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OIDC Trusted Identities

Authress enables you to connect any Authentication provider from anywhere to your Authress account. This provides power cross account security opportunities as well as deep integration with third party tools. Many tools generate their own tokens, and rather than needing them to understand how to connect to Authress or generating Authress Service Clients, you can directly enable trust for these providers. These providers are usually CI/CD such as GitHub or GitLab or may be an existing Authentication solution you already have, and even another Authress account (in the case of non-production usage).

In many cases, these tokens or key signatures are already trusted by your platform. To have Authress trust them as well, add a new OIDC Trusted Identity.

How does it work?โ€‹

OIDC compliant JWTs contain an iss claim in the JWT token. Authress registers this iss and the aud of the token with your account. When a token is received by Authress during normal authorization checks or access record creation, the token is then verified using your configuration. If it is a valid token, then the user represented by that token (in the sub claim) is treated as if that token was generated by Authress itself.

Identity Provider Connections versus OIDC Trusted Identitiesโ€‹

OIDC trusted identities enable integrating your Authress account with an existing authentication mechanism. You can allow these other providers to directly control and let their users log into and manage your Authress account. Other providers and platforms create JWT identity tokens--such as a Cloud Provider, a CI/CD pipeline job, or another IdP--and can be directly linked.

The difference between providers here and the Connections specified in the above login sections is the following:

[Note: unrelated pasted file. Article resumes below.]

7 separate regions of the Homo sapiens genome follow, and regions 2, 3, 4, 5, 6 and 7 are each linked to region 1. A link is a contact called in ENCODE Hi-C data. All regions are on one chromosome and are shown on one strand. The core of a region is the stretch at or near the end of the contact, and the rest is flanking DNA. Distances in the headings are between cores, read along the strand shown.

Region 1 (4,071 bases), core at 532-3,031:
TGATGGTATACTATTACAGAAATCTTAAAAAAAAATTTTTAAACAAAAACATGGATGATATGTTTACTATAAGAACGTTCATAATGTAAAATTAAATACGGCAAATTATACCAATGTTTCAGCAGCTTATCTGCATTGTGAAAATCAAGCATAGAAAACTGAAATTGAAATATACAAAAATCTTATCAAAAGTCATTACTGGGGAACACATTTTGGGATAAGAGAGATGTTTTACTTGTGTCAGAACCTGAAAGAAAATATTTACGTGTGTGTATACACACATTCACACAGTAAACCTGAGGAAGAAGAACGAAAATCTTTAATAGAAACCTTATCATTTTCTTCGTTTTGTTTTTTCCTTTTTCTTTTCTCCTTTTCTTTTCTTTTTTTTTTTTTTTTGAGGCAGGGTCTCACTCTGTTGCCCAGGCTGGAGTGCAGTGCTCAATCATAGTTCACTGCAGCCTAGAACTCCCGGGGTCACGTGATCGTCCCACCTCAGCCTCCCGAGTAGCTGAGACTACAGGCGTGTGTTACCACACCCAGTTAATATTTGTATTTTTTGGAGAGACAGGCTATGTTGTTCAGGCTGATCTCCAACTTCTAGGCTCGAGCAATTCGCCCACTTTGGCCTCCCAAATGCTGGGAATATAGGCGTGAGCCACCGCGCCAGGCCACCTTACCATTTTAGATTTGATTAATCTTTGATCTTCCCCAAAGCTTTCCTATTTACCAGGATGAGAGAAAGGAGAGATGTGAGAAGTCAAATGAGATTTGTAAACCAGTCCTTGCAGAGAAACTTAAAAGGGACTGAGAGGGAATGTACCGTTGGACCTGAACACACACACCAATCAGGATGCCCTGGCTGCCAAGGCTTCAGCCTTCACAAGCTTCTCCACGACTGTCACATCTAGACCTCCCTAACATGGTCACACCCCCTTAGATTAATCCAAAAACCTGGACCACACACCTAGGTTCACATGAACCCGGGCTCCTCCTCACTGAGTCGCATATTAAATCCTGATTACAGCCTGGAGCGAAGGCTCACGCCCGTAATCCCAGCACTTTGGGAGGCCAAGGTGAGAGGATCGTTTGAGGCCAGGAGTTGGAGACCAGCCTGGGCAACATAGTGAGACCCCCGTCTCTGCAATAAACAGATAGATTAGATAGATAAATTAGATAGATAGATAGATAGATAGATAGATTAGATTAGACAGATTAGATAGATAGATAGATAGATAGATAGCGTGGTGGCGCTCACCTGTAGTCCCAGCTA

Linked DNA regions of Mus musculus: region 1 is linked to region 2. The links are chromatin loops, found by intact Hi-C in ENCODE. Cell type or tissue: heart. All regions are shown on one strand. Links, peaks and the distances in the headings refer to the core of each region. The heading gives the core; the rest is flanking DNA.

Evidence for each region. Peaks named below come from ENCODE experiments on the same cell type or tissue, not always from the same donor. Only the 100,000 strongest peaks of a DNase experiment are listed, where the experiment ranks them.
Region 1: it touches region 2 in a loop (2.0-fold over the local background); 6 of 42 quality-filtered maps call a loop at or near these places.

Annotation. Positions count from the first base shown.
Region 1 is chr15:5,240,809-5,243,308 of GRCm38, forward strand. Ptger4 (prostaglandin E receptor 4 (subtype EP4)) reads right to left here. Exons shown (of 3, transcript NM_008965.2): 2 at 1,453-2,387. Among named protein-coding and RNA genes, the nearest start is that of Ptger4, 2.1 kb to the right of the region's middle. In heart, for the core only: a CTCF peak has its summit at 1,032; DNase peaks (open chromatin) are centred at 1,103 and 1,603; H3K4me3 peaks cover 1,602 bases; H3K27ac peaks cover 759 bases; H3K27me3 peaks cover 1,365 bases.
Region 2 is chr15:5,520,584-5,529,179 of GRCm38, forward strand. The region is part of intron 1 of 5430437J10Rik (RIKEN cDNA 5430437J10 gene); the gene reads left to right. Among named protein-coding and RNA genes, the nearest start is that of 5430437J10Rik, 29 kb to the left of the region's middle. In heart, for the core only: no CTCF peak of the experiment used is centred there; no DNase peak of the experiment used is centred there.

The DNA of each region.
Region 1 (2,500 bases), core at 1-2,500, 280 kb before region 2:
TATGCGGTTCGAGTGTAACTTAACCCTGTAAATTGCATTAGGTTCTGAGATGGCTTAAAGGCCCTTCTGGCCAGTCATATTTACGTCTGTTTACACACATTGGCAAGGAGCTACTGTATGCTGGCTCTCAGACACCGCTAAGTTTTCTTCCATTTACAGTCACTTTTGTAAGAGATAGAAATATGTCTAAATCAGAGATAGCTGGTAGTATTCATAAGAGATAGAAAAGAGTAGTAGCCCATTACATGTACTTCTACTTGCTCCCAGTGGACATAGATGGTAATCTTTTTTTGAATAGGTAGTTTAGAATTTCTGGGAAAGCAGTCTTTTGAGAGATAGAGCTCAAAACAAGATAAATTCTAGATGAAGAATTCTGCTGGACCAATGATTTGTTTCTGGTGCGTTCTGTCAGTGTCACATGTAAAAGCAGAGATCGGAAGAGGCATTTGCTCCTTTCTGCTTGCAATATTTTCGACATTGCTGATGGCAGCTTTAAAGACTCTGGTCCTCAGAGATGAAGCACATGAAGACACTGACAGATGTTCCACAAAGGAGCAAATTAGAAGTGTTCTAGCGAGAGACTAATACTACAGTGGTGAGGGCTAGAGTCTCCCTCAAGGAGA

• Summary: Use this Authress account as your Login Provider
  • Connections are how your users log in to your application
  • Authress converts those connections to a unified experience for your applications
  • Incoming JWTs from the providers are converted to a standardized Authress login token
  • These tokens are used by your applications and services for authentication and authorization
  • Users will get an Authress userId and roles are assigned to these userIds

Compared with OIDC trusted identities:

  • Summary: Use your existing Login Provider to authorize api calls to Authress
  • A third party platform or another Authress account already has created a token or API key
  • You want your Authress account to trust these tokens as if they were Authress JWTs from this account
  • In some cases these might have been generated by a CI/CD Pipeline
  • In other cases they might have been generated by your Identity or Authentication Provider when not using Authress
  • Authress uses these tokens as is, no additional tokens are generated
  • You assign Authress roles to userIds generated by these providers
  • You want to authentication to Authress using these tokens instead of using a Service Client API Key

Configuring a new Trusted Identityโ€‹

Navigate to the Connections configuration in Authress and scroll down to OIDC Trusted Identities and click Add trusted provider

OIDC Trusted identities

And then enter an existing JWT from that platform.

How to register your auth provider with Authress

Configuring an identity without a JWTโ€‹

Authress uses JWTs to verify that the configuration is correct, because registering a token here enables tokens generated by that source to be granted the permissions you have configured in your account. However in some cases, it might not be possible to procure a valid JWT representing that external system. In those cases, click the I don't have access to a token link, and fill out the values manually:

No access to JWT

Manually link JWT provider